Sequences of 36 predicted prophages and 20 lytic phages were used for the evolutionary analysis of Bacillus phage (Tables S3 and S4). Figures 2, 3 and 4 were heat maps consisting of the whole genome of Bacillus phage. From the figure, we observed that most phage genomes had a low similarity, while some phage genomes were clustered together with high similarity for lysogenic and lytic phages (Figs. 2 and 3). Some phages with similar genomes whose hosts belong to the same Bacillus species are frame D, frame E, frame F, frame G, frame H, and frame I in Fig. 2, as well as frame B and frame C in Fig. 3. Another part of phages with similar genomes whose hosts belong to two different species of Bacillus, B. cereus and B. thuringiensis, respectively, are frame B in Fig. 2 and frame A in Fig. 3. Both B. cereus and B. thuringiensis belong to the B. cereus bacterial group. Their genetic similarity is extremely high except for the plasmid gene, which should be considered the same species . In addition, frame A in Fig. 3 was worthy of our attention. It is composed of five virulent phages, namely B. subtilis lytic phage Grass, B. cereus lytic phage BCU4, B. thuringiensis lytic phage Evoli, B. cereus lytic phage B5S and B. thuringiensis lytic phage Spock. The genome similarity decreased from B. thuringiensis lytic phage Spock to B. subtilis lytic phage Grass. This may be a Bacillus phage genome evolutionary process, from singular to diverse and from one species to more species. Figure 4, which consisted of the whole genomes of prophages and lytic phages, showed that the genomes of almost no prophages were similar to those of lytic phages. In summary, from the perspective of phage genome similarity, the genomes of Bacillus phages are diverse, and the infestation range of Bacillus phages is limited to Bacillus that are of the same species. Phages that infected different Bacillus species showed little genomic similarity, and even phages that infected the same Bacillus species showed considerable genomic differences. Furthermore, a boundary existed between Bacillus prophages and lytic phages. Significant differences were found not only in genome size but also in genome similarity. The genomes size of Bacillus lytic phage was nearly four times larger than the sequences of Bacillus prophage, with little similarity between Bacillus prophage sequences and lytic phage genomes.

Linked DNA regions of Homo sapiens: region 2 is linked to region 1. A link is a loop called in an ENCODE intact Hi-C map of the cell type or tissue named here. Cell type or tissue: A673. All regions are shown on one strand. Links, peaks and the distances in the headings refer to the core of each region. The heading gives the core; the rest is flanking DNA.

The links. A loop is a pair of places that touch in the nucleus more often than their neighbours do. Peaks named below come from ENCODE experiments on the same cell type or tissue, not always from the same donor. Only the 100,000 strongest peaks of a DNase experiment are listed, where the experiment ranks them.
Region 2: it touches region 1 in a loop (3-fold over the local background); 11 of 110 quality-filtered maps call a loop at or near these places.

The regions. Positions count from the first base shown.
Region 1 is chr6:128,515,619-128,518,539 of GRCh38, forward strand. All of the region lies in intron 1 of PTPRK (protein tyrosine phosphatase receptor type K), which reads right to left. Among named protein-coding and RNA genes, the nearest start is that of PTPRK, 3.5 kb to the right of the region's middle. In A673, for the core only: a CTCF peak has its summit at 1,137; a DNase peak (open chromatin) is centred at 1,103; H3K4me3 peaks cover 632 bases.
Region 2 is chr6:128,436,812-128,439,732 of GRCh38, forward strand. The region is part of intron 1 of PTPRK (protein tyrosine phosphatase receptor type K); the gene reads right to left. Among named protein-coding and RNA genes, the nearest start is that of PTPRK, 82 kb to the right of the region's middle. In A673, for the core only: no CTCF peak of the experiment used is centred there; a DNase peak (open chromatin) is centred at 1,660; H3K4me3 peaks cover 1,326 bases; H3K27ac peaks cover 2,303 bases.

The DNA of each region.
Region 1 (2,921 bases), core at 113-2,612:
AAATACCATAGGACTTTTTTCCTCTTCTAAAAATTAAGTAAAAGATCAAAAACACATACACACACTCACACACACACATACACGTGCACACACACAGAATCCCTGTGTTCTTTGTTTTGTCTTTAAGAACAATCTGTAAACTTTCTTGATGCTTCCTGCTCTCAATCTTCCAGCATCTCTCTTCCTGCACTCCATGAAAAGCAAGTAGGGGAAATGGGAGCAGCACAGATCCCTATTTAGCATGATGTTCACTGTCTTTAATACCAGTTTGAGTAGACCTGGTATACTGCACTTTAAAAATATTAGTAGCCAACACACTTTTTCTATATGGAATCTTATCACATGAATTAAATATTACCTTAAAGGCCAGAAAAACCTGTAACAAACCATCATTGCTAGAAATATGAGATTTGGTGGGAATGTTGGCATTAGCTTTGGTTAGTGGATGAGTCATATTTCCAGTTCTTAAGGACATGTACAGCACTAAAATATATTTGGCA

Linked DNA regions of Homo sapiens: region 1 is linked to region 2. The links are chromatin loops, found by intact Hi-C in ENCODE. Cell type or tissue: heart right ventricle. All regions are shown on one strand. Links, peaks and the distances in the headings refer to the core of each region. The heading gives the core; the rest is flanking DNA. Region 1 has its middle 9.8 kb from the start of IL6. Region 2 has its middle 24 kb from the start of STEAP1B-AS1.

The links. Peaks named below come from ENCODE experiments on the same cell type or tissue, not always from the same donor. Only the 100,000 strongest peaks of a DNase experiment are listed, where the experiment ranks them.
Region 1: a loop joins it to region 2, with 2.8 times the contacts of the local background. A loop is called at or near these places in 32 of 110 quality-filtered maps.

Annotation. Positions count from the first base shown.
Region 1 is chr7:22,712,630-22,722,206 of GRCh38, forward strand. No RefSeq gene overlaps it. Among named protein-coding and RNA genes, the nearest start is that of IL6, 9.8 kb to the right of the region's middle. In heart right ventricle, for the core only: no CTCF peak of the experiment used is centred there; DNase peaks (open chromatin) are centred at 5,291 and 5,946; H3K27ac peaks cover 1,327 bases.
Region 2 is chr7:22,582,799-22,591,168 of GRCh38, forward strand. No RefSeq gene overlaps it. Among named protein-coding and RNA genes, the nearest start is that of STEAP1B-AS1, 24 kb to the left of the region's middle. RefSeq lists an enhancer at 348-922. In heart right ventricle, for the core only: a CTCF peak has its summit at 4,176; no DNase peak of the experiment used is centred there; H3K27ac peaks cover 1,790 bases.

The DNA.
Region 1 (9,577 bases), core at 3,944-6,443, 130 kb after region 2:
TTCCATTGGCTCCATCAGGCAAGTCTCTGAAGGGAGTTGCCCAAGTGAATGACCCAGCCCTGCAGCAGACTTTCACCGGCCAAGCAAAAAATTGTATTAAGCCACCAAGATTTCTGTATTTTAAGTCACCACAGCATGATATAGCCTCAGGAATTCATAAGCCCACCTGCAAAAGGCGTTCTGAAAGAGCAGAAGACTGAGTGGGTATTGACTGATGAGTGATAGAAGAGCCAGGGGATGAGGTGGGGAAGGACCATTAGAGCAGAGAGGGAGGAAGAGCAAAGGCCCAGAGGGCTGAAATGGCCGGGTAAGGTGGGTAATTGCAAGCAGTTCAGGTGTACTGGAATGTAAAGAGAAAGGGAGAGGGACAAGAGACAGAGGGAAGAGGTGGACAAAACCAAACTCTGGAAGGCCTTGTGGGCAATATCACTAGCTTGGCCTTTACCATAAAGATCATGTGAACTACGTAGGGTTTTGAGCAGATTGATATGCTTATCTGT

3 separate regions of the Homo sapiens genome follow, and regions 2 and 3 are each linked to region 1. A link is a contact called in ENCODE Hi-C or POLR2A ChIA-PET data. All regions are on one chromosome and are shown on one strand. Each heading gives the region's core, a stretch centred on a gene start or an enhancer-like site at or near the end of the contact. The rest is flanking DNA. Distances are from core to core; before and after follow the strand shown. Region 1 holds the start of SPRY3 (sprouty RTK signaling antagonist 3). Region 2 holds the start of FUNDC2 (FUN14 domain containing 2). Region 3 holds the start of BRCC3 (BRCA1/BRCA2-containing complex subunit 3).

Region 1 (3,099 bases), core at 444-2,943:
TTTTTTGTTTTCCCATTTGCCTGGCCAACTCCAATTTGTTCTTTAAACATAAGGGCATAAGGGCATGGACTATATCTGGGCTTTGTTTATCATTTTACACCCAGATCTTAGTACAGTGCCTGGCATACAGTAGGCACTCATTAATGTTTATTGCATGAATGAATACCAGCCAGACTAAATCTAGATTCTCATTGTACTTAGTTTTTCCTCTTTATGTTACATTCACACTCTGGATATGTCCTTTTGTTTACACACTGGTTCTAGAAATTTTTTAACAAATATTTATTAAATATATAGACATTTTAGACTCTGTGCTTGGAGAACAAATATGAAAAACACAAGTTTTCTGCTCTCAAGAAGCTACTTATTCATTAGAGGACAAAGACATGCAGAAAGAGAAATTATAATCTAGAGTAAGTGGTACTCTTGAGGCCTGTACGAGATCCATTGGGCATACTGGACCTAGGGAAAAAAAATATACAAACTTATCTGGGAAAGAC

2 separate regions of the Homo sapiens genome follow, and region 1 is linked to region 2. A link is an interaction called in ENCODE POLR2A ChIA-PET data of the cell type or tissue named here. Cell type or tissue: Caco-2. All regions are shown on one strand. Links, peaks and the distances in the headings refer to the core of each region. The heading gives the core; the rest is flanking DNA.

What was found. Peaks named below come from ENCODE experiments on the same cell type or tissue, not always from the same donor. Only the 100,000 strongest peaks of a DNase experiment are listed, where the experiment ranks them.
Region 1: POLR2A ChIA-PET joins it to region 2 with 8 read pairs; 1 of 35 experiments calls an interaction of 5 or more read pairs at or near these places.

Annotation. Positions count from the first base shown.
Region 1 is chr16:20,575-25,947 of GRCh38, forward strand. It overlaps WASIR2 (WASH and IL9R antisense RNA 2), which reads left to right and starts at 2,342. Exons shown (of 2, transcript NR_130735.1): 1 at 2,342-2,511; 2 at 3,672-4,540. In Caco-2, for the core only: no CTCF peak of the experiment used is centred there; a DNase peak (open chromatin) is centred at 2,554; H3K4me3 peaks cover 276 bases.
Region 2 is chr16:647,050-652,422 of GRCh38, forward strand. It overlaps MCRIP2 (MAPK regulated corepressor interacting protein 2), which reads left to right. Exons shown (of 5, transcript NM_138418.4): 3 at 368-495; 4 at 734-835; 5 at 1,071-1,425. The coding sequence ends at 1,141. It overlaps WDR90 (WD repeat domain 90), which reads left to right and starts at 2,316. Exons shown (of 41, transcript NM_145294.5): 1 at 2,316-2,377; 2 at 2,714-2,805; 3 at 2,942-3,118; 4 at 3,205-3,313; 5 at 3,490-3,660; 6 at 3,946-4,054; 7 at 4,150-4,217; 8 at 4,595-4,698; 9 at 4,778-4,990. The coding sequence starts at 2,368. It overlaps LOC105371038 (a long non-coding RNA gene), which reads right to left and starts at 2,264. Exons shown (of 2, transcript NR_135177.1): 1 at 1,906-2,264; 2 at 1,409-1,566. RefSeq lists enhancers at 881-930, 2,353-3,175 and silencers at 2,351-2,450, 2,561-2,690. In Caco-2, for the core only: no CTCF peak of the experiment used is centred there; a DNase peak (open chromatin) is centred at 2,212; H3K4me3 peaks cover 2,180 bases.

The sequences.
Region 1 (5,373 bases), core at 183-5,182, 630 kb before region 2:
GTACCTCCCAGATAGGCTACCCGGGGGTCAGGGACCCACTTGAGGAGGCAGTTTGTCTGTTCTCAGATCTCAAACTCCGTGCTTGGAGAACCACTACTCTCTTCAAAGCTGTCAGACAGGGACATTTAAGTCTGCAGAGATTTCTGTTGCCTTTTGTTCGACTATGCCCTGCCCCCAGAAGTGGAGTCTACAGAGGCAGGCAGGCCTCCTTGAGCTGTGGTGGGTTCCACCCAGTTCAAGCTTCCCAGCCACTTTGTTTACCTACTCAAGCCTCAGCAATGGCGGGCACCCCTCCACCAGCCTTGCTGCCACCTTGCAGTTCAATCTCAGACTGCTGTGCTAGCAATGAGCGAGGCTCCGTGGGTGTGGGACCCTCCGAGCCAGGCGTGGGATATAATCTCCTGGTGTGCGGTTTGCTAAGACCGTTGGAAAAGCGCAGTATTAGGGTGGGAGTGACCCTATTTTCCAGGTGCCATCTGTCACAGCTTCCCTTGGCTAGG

Interestingly, B. anthracis lytic phages Carmel SA, B. anthracis lytic phages Cherry, B. anthracis lytic phages Fah, B. cereus ATCC 14579 prophage 2 and B. cereus ATCC 4342 prophage 1 appear to be somewhat related (marked with red frame) (Fig. 4). Of these five Bacillus phages, the genomic similarity of the three lytic phages was over 74.6%, and they showed about 25% genomic similarity to B. cereus ATCC 4342 prophage 1. Also, the genomic similarity between B. cereus ATCC 4342 prophage 1 and B. cereus ATCC 14579 prophage 2 was about 25%.
Comparative Analysis of Similar Bacillus Phages Genome